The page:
Skip to comments.Visas for Suspected Terrorists? Mowbray: The State Dept. fights for the right to issue U.S. visas
Posted on 07/17/2002 4:02:23 PM PDT by Havisham
July 17, 2002, 12:50 p.m. Visas for Suspected Terrorists? State defends the indefensible.
The State Department is fighting a terrorism task force's recommendation that suspected terrorists be denied visas this is the same department that wants to hold onto the visa-issuance power in a time of war when our enemies want nothing more than entry into the United States.
Deputy Secretary of State Richard Armitage responded to the recommendation by writing to the Justice Department that "[believing that] an applicant may pose a threat to national security... is insufficient [grounds] for a consular officer to deny a visa." No, this letter wasn't written before last year's tragedy; it was written on June 10, 2002, one day shy of the nine-month anniversary of 9/11.
The Justice Department's Foreign Terrorist Tracking Task Force (FTTTF) made a very common-sense request: deny visas to people who may well be terrorists. State refuses to do it, even though the law requires it; the Immigration and Naturalization Act clearly provides for keeping out people suspected of being national-security threats: "[If] a consular officer knows, or has reasonable ground to believe, [an alien] is engaged in, or is likely to engage after entry, in any terrorist activity" the officer can deny the visa to the alien.
State's position is no surprise, as the department has repeatedly stressed the notion of "fundamental fairness" for foreign visa applicants. Even in the wake of the worst terrorist attack in U.S. history, State believes that all foreigners should be treated with "fundamental fairness," even if that means issuing visas to suspected terrorists.
State's response to FTTTF is in keeping with its reaction to negative publicity about their Visa Express program in Saudi Arabia: It twists the truth and sticks to its guns in advancing the interests of foreigners. The law is unequivocal: If someone is deemed a threat to national security, that person can be denied a visa. State, however, finds the law inconvenient, so it distorts the law: "[I]f there are no grounds under the law on which to deny an alien a visa, the consular officer is required to issue a visa," Armitage wrote. This is simply not true.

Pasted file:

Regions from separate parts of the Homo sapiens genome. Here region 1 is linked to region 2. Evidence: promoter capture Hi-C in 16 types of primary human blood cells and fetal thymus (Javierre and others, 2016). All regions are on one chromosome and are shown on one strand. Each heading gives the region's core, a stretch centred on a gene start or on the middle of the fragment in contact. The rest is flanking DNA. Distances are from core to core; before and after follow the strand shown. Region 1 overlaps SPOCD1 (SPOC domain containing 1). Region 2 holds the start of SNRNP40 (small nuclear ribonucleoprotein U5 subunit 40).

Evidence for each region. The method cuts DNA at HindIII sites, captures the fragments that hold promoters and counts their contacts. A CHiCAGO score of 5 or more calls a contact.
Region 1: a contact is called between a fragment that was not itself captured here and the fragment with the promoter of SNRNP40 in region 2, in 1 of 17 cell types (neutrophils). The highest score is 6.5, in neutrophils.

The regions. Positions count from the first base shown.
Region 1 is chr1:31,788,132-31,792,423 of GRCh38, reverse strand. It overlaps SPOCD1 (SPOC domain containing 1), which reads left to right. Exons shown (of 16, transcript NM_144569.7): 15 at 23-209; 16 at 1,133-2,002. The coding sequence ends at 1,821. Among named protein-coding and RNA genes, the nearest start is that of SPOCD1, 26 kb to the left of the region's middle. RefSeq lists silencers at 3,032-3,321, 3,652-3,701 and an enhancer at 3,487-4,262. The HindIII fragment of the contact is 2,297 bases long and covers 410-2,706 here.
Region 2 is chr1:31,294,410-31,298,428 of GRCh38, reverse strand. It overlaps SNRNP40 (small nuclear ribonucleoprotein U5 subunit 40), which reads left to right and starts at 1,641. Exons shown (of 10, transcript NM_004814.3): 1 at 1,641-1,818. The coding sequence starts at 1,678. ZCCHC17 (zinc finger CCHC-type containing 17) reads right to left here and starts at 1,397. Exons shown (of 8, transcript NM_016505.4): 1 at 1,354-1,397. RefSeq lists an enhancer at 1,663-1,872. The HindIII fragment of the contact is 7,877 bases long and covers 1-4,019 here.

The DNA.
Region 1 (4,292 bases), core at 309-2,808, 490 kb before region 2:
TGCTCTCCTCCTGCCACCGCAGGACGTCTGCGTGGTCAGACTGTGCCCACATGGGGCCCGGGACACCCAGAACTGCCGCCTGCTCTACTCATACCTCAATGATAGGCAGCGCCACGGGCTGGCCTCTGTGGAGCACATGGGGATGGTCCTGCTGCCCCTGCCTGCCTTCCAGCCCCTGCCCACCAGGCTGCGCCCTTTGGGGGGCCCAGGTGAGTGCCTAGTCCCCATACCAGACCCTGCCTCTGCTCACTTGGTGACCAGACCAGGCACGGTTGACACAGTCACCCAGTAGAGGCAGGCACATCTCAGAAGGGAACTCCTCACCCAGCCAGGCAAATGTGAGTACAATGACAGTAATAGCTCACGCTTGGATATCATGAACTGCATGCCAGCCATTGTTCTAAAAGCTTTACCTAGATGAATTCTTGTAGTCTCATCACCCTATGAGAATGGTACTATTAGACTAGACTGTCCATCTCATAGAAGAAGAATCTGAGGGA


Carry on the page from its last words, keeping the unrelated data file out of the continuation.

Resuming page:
Under the law, all foreigners are presumed ineligible for a visa, unless and until they can prove otherwise as even Deputy State Department Press Secretary Phil Reeker noted last week. "Everywhere in the world, non-immigrant visa applicants are... ineligible for a visa unless they can demonstrate otherwise."
State is fighting for the rights of suspected terrorists to enter the United States at the same time that it is fighting in Congress to hang on to authority over visa issuance.
Given that all 19 of the 9/11 terrorists came here on legal visas, nothing would seem more central to the focus of the Department of Homeland Security than keeping terrorists from reaching our shores in the first place. Reps. Dave Weldon (R, Fla.) and Dan Burton (R, Ind.) and Sen. Charles Grassley (R, Ia.) agree, which is why they're pushing transfer visa power from State to Homeland Security. State, however, has other ideas. Secretary of State Colin Powell has been leaning hard on individual congressmen to keep visa authority within his department, despite State's overwhelming record of failure in securing our borders.